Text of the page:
For decades we’ve speculated over the impact of artificial intelligence in our world. However, now that it is becoming a reality rather than a distant future, the discussion is getting interesting. To find out more, Dell Technologies recently sent a survey to 3,800 executives asking various AI-related questions. About half thought automated systems could free up employee time, while the other half disagrees. However, 82% imagine their employees will have to work as “integrated teams” with machines within the next few years.
On the employee side, The Workforce Institute at Kronos Incorporated conducted a global survey that went out to almost 3,000 employees across eight countries and found that four out of five employees saw significant opportunity for AI “to create a more engaging and empowering workplace experience, yet admit a lack of transparency from their employers is a primary driver of fear and concern.”
Some of the concerns that were documented include:
- 58% have yet to discuss the potential impact of AI on their workforce with employees
- 61% say they’d feel more comfortable if their employer was more transparent about what the future may hold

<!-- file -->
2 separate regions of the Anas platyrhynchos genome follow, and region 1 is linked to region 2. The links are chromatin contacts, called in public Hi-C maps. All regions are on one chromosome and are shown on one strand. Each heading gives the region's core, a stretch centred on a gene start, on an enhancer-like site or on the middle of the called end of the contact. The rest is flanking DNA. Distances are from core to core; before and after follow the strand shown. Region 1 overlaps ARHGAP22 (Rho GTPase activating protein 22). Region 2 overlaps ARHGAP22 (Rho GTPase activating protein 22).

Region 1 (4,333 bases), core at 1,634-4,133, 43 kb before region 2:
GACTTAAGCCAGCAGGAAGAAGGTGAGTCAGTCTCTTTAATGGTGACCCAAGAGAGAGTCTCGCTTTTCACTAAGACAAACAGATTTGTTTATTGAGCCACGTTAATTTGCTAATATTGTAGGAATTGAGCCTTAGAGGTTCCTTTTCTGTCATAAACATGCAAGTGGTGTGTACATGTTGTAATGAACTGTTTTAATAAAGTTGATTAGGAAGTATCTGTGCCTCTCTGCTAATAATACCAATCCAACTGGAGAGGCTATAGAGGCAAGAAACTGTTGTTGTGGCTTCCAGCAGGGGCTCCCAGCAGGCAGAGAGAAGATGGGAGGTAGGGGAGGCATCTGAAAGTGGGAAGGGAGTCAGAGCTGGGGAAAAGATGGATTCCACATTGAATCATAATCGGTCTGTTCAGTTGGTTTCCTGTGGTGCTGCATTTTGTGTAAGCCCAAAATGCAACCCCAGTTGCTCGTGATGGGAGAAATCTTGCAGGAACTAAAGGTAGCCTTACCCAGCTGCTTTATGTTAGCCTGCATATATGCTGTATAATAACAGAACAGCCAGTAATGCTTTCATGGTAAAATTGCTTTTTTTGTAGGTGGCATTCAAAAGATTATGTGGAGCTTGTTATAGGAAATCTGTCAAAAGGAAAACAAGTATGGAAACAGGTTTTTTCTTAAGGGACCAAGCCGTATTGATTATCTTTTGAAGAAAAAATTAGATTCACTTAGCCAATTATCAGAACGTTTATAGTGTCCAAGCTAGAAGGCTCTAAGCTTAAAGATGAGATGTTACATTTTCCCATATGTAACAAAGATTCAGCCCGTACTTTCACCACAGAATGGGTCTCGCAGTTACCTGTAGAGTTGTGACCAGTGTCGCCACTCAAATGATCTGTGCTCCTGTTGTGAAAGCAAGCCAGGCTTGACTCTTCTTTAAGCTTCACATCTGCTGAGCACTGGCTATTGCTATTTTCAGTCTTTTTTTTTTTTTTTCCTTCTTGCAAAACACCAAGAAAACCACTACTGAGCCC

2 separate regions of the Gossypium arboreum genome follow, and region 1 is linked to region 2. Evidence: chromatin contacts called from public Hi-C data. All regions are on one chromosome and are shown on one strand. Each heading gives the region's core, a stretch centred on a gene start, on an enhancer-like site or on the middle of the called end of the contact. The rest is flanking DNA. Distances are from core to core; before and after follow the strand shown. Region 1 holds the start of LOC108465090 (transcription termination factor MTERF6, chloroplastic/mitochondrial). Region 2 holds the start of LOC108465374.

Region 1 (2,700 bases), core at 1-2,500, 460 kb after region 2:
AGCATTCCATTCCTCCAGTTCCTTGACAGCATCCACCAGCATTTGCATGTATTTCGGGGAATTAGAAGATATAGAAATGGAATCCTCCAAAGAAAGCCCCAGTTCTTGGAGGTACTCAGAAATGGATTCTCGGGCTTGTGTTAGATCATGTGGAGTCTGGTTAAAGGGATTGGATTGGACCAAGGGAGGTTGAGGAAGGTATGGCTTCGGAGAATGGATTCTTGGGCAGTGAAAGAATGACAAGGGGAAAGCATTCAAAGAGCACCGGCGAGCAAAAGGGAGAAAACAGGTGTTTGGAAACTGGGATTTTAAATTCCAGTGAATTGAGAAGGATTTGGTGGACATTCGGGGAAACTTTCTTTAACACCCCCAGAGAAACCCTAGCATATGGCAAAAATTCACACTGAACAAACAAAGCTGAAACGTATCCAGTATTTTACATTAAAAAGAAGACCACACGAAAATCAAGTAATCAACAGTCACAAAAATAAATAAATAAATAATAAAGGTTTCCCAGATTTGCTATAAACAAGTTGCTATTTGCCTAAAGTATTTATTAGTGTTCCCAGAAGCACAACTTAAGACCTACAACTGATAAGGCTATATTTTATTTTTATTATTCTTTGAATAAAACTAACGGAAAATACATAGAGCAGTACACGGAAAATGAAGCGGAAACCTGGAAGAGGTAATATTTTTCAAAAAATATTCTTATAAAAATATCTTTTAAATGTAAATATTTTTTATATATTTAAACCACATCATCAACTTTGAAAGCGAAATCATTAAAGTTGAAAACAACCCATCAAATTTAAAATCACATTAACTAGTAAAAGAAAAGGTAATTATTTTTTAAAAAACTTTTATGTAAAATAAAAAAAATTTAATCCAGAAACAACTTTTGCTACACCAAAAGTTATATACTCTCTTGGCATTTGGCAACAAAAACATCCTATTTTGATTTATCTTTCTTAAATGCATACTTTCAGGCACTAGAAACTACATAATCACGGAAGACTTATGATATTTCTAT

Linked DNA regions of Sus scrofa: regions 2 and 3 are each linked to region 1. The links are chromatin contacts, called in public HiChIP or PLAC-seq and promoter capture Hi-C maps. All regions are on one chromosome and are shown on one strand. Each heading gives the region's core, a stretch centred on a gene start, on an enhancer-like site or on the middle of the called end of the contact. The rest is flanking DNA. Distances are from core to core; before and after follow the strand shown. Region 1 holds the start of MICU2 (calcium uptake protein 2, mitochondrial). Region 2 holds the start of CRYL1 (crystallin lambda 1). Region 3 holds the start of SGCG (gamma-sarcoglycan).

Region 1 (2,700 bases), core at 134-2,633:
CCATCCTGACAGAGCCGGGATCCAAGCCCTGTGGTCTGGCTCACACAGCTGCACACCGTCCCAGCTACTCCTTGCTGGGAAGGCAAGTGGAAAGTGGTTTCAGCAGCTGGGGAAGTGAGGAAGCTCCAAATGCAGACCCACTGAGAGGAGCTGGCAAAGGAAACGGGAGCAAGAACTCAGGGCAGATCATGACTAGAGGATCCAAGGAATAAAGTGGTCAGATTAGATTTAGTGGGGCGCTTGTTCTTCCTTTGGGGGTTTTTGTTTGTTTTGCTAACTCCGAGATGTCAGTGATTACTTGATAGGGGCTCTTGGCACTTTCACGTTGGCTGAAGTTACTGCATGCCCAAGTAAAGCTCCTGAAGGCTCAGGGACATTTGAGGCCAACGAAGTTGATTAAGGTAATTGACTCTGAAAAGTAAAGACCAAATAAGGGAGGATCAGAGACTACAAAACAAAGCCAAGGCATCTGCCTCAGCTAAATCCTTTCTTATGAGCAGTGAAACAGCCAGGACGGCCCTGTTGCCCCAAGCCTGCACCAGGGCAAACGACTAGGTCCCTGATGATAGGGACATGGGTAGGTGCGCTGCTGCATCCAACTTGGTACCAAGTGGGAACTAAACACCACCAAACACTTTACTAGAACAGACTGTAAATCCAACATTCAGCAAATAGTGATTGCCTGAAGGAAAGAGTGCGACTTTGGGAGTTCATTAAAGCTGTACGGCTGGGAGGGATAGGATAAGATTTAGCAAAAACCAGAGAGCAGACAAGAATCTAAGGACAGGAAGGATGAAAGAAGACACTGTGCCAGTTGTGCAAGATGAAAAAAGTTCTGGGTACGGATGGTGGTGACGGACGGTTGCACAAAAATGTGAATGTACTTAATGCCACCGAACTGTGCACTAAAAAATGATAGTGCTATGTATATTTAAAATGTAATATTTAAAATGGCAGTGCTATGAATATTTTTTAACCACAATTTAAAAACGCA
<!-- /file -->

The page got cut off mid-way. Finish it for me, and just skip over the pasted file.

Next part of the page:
- 34% expressed concern that AI could someday replace them altogether
To me, the key takeaway here is that a successful union of people and machines in the workforce means keeping the living, breathing portion actively involved in the process. The 3,800 executives in the Dell survey seemed to agree, making the following recommendations to assure AI is a positive force:
- Gain employee buy-in (90 percent)
- Make customer experience a boardroom concern (88 percent)
- Align compensation, training and KPIs to digital goals and strategy (85 percent)
- Task senior leaders with spearheading digital change (85 percent)
- Put policies and tech in place to support a fully remote, flexible workforce (85 percent)
- Empower lines of business (80 percent)
- Teach all employees how to code/understand software development (79 percent)
- Appoint a chief AI officer (75 percent)
- Automate everything and encourage customers to self-serve (74 percent)
The technology is advancing at such a rapid rate, it’s all but impossible to know what we’ll be capable of in even a few years. So how do we put an employee training program in place that can read the future?
Let’s delve into that next week!